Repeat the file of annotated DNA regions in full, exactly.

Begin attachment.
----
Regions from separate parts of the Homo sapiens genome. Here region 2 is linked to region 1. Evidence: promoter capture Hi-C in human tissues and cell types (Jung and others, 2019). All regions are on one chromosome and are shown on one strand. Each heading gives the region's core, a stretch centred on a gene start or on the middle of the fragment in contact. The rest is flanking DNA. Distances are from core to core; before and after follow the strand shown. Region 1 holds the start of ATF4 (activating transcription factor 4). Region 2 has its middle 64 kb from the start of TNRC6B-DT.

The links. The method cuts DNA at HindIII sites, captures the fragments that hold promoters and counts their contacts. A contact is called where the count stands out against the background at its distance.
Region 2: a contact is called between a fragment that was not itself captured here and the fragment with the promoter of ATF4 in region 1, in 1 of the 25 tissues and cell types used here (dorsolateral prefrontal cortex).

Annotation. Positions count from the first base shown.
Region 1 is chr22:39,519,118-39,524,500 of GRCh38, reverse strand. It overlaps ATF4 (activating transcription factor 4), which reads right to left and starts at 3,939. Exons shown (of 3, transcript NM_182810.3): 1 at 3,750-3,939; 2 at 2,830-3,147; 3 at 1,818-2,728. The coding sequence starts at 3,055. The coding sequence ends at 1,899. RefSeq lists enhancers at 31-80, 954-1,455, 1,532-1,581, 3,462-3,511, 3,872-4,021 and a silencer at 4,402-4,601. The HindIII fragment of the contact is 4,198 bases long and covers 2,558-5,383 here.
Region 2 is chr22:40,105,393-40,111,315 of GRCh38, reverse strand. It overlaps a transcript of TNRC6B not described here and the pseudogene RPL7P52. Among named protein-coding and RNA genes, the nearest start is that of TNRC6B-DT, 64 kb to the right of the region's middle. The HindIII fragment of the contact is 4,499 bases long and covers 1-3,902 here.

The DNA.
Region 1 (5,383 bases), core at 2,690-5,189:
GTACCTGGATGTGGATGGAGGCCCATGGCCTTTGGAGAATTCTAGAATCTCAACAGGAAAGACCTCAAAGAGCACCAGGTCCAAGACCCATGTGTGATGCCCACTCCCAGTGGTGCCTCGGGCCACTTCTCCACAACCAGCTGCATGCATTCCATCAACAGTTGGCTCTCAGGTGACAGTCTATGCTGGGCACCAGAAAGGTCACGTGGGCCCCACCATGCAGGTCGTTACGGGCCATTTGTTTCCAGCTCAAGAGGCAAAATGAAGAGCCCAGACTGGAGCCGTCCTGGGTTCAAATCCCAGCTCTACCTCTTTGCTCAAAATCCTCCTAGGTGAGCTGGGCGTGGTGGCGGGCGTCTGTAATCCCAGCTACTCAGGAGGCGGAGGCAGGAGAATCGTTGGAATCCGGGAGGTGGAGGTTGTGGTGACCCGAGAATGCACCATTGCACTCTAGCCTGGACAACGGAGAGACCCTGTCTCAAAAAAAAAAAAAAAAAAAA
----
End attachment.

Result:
Regions from separate parts of the Homo sapiens genome. Here region 2 is linked to region 1. Evidence: promoter capture Hi-C in human tissues and cell types (Jung and others, 2019). All regions are on one chromosome and are shown on one strand. Each heading gives the region's core, a stretch centred on a gene start or on the middle of the fragment in contact. The rest is flanking DNA. Distances are from core to core; before and after follow the strand shown. Region 1 holds the start of ATF4 (activating transcription factor 4). Region 2 has its middle 64 kb from the start of TNRC6B-DT.

The links. The method cuts DNA at HindIII sites, captures the fragments that hold promoters and counts their contacts. A contact is called where the count stands out against the background at its distance.
Region 2: a contact is called between a fragment that was not itself captured here and the fragment with the promoter of ATF4 in region 1, in 1 of the 25 tissues and cell types used here (dorsolateral prefrontal cortex).

Annotation. Positions count from the first base shown.
Region 1 is chr22:39,519,118-39,524,500 of GRCh38, reverse strand. It overlaps ATF4 (activating transcription factor 4), which reads right to left and starts at 3,939. Exons shown (of 3, transcript NM_182810.3): 1 at 3,750-3,939; 2 at 2,830-3,147; 3 at 1,818-2,728. The coding sequence starts at 3,055. The coding sequence ends at 1,899. RefSeq lists enhancers at 31-80, 954-1,455, 1,532-1,581, 3,462-3,511, 3,872-4,021 and a silencer at 4,402-4,601. The HindIII fragment of the contact is 4,198 bases long and covers 2,558-5,383 here.
Region 2 is chr22:40,105,393-40,111,315 of GRCh38, reverse strand. It overlaps a transcript of TNRC6B not described here and the pseudogene RPL7P52. Among named protein-coding and RNA genes, the nearest start is that of TNRC6B-DT, 64 kb to the right of the region's middle. The HindIII fragment of the contact is 4,499 bases long and covers 1-3,902 here.

The DNA.
Region 1 (5,383 bases), core at 2,690-5,189:
GTACCTGGATGTGGATGGAGGCCCATGGCCTTTGGAGAATTCTAGAATCTCAACAGGAAAGACCTCAAAGAGCACCAGGTCCAAGACCCATGTGTGATGCCCACTCCCAGTGGTGCCTCGGGCCACTTCTCCACAACCAGCTGCATGCATTCCATCAACAGTTGGCTCTCAGGTGACAGTCTATGCTGGGCACCAGAAAGGTCACGTGGGCCCCACCATGCAGGTCGTTACGGGCCATTTGTTTCCAGCTCAAGAGGCAAAATGAAGAGCCCAGACTGGAGCCGTCCTGGGTTCAAATCCCAGCTCTACCTCTTTGCTCAAAATCCTCCTAGGTGAGCTGGGCGTGGTGGCGGGCGTCTGTAATCCCAGCTACTCAGGAGGCGGAGGCAGGAGAATCGTTGGAATCCGGGAGGTGGAGGTTGTGGTGACCCGAGAATGCACCATTGCACTCTAGCCTGGACAACGGAGAGACCCTGTCTCAAAAAAAAAAAAAAAAAAAA